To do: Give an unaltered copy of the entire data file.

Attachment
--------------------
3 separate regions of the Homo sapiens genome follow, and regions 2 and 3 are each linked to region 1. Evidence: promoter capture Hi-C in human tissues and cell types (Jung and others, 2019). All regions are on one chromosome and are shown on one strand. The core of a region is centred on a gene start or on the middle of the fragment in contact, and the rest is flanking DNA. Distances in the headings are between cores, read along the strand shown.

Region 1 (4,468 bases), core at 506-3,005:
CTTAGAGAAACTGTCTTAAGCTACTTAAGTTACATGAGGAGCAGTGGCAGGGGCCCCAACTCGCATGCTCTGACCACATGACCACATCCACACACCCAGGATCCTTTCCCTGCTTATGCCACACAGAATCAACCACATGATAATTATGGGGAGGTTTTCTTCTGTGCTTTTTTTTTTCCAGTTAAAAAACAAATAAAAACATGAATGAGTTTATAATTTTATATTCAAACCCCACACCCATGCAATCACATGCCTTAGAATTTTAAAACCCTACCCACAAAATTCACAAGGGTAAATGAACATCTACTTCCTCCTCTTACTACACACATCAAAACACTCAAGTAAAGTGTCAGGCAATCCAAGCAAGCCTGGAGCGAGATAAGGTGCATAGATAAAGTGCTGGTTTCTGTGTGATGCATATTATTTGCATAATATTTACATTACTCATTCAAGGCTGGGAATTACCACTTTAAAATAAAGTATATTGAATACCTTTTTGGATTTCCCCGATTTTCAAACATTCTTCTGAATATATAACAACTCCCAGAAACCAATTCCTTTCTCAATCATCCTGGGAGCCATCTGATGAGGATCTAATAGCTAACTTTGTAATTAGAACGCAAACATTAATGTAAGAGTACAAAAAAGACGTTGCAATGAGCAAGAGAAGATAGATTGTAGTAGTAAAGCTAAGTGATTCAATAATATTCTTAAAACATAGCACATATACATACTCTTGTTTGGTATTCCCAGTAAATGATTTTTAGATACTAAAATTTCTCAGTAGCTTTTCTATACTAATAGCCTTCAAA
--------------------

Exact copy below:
3 separate regions of the Homo sapiens genome follow, and regions 2 and 3 are each linked to region 1. Evidence: promoter capture Hi-C in human tissues and cell types (Jung and others, 2019). All regions are on one chromosome and are shown on one strand. The core of a region is centred on a gene start or on the middle of the fragment in contact, and the rest is flanking DNA. Distances in the headings are between cores, read along the strand shown.

Region 1 (4,468 bases), core at 506-3,005:
CTTAGAGAAACTGTCTTAAGCTACTTAAGTTACATGAGGAGCAGTGGCAGGGGCCCCAACTCGCATGCTCTGACCACATGACCACATCCACACACCCAGGATCCTTTCCCTGCTTATGCCACACAGAATCAACCACATGATAATTATGGGGAGGTTTTCTTCTGTGCTTTTTTTTTTCCAGTTAAAAAACAAATAAAAACATGAATGAGTTTATAATTTTATATTCAAACCCCACACCCATGCAATCACATGCCTTAGAATTTTAAAACCCTACCCACAAAATTCACAAGGGTAAATGAACATCTACTTCCTCCTCTTACTACACACATCAAAACACTCAAGTAAAGTGTCAGGCAATCCAAGCAAGCCTGGAGCGAGATAAGGTGCATAGATAAAGTGCTGGTTTCTGTGTGATGCATATTATTTGCATAATATTTACATTACTCATTCAAGGCTGGGAATTACCACTTTAAAATAAAGTATATTGAATACCTTTTTGGATTTCCCCGATTTTCAAACATTCTTCTGAATATATAACAACTCCCAGAAACCAATTCCTTTCTCAATCATCCTGGGAGCCATCTGATGAGGATCTAATAGCTAACTTTGTAATTAGAACGCAAACATTAATGTAAGAGTACAAAAAAGACGTTGCAATGAGCAAGAGAAGATAGATTGTAGTAGTAAAGCTAAGTGATTCAATAATATTCTTAAAACATAGCACATATACATACTCTTGTTTGGTATTCCCAGTAAATGATTTTTAGATACTAAAATTTCTCAGTAGCTTTTCTATACTAATAGCCTTCAAA